Review:Dynamite Comic’s Masks Volume 1

Let me start with a quick disclaimer. The target audience for this book is me. For years I have been a fan of Golden Age radio shows like The Shadow and The Green Hornet, pulp novels like The Shadow and The Spider, and Zorro, as well as movie serials featuring masked heroes, many whom are found in this graphic novel.

Dynamite has done a wonderful job of tying these various characters into a single story line without overburdening the reader with origins, hero vs. hero fights or contrived ways to tie all the heroes together. Instead, we are treated to different heroes teaming up in smaller groups to fight a common enemy.

The action begins in 1030’s New York where the Green Hornet has perused a Chicago mobster to New York. Soon the Green Hornet and Kato are teaming up with The Shadow and The Spider to combat the plans of the newly elected mayor. It seems he has begun recruiting low to mid level gangsters onto the police department and begins making tyrannical laws that leave the citizens of the Big Apple defenseless against the machinations of the mystery man behind the mayor.

Elsewhere, Rafael Vega a descendant of Don Diego de la Vega aka Zorro is arrested while trying to find work as an illustrator, he is defended by Tony Quinn. In the only origin stories in the book we see how Quinn is blinded by battery acid while helping Vega escape an execution only to discover he can still see in the dark, Donning a costume he becomes the Black Bat. Vega similarly takes advantage of a masquerade shop to resurrect his his ancestors persona of Zorro.

Finally, we have another pairing of Jethro Dumont, publicly known as the criminologist and Tibetan Buddhist The Green Lama with Marla Drake, one of the earliest female super-heroes know as Miss Fury. Later the team is completed with the super strong and invulnerable Black Terror.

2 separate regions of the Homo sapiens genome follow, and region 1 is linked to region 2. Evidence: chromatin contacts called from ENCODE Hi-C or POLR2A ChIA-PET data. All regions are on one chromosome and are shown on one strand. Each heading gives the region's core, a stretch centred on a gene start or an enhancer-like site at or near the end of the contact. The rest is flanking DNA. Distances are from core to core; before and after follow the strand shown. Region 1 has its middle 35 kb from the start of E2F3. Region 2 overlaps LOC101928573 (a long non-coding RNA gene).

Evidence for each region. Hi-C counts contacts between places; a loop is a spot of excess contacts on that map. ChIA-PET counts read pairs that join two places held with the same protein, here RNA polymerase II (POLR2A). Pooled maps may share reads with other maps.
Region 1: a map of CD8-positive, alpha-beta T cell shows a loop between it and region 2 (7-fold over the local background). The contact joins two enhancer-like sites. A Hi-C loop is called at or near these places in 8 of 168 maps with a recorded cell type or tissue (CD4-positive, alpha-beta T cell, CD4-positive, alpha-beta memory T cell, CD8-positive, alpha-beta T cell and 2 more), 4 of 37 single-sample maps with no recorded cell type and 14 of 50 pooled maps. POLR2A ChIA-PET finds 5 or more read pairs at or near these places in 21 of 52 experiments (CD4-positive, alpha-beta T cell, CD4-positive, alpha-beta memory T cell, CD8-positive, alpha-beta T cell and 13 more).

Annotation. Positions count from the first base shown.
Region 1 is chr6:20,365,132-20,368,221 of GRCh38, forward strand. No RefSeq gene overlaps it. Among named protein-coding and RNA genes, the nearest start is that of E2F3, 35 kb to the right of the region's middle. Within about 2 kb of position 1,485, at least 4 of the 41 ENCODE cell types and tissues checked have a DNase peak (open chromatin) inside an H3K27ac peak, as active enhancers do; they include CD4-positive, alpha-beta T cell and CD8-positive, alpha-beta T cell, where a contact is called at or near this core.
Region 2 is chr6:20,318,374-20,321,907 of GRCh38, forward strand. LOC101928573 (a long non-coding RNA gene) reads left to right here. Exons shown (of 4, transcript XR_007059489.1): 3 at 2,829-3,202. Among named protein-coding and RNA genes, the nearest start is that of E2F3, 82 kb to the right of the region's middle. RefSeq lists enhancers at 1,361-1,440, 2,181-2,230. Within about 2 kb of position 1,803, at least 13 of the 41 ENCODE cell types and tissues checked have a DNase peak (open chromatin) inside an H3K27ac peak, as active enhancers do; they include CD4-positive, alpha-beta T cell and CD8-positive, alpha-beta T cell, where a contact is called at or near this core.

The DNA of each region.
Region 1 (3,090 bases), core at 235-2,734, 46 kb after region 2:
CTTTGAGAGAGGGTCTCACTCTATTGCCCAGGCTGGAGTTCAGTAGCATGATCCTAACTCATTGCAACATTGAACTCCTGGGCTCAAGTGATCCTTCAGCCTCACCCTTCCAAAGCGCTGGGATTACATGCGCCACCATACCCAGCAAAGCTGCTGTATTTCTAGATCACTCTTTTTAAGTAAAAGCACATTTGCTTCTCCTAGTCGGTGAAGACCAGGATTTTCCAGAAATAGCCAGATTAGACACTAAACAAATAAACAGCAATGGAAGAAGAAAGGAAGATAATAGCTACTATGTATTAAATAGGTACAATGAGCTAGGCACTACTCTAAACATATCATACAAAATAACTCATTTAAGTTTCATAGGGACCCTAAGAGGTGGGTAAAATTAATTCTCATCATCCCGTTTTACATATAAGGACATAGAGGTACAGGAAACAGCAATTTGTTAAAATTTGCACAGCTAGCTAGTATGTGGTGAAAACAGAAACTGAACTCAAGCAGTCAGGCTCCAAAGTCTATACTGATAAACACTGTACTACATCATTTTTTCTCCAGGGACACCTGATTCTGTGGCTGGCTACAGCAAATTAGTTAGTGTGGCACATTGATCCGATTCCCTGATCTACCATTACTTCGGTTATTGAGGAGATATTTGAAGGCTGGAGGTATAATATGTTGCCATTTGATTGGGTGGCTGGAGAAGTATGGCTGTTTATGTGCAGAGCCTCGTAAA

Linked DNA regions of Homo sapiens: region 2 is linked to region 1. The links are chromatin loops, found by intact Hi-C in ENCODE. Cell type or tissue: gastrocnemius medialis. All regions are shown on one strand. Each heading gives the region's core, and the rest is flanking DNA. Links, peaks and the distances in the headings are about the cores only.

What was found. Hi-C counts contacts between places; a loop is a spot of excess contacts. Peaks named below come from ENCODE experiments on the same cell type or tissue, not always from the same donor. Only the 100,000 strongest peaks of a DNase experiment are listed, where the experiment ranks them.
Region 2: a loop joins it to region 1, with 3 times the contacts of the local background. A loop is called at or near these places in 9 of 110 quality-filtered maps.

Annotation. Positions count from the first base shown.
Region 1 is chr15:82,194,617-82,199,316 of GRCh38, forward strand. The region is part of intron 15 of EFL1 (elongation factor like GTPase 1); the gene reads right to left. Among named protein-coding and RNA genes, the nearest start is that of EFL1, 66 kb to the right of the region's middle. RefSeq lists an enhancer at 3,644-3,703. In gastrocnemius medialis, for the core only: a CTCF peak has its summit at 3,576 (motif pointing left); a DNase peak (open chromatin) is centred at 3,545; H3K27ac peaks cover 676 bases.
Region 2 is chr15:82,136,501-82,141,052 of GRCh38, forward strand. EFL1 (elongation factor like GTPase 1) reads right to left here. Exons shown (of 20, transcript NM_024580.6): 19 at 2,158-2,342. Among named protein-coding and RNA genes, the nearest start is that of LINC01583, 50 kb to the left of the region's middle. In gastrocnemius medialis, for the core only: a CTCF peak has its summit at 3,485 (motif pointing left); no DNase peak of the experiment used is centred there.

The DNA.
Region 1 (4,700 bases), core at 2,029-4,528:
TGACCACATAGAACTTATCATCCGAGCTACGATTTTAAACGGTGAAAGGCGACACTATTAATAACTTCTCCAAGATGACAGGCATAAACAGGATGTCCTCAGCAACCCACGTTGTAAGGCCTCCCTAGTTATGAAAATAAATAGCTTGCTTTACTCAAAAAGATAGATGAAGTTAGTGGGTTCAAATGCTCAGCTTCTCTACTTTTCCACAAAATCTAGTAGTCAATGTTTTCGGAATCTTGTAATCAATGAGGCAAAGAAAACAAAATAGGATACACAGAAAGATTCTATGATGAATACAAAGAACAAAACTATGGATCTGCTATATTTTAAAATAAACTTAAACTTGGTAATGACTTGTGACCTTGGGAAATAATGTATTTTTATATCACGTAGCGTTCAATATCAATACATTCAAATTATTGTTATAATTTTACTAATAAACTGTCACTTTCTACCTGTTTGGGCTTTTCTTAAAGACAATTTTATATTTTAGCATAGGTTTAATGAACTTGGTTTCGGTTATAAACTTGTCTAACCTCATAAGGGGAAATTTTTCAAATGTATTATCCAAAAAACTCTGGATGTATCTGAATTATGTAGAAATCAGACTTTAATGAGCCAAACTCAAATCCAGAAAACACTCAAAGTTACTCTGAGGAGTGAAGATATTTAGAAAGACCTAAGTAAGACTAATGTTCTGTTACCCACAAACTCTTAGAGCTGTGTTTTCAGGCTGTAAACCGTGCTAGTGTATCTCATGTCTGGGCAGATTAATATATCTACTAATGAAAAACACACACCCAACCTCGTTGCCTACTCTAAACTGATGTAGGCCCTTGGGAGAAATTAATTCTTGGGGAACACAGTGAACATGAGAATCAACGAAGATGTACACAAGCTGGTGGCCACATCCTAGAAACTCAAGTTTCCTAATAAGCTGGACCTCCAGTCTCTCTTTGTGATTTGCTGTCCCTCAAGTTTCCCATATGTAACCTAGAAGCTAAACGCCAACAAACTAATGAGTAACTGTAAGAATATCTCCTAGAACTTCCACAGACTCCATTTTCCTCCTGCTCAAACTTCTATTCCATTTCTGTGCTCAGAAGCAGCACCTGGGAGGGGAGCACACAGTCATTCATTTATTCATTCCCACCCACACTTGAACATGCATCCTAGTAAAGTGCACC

While many of these characters may be unfamiliar to today’s audience they became the inspiration for almost every super-hero making his or her way to the big screen these days. The artwork in this book is amazing, the writing is first rate and the story has more than a few overtones of modern America with news stories of private military companies operating in the U.S. outside the law (e.g. Blackwater in New Orleans after hurricane Katrina or the overreaching surveillance being conducted by private firms).

If you are not familiar with these characters, or you want to read more of their solo adventures, Dynamite has (or had) solo adventures of all the characters excluding the Green Lama. Readers may also want to read the Project Superpowers by Dynamite to get a better grounding in the many public domain super-heroes the company has resurrected under the creative guidance of artist Alex Ross.

While this may not be familiar territory for every reader, the limited and self-contained nature of the story keeps it accessible for those who are new to these heroes and makes a great love note to fans of the Golden Age like myself.

I give Masks, Volume 1, 4 out of 5 stars.

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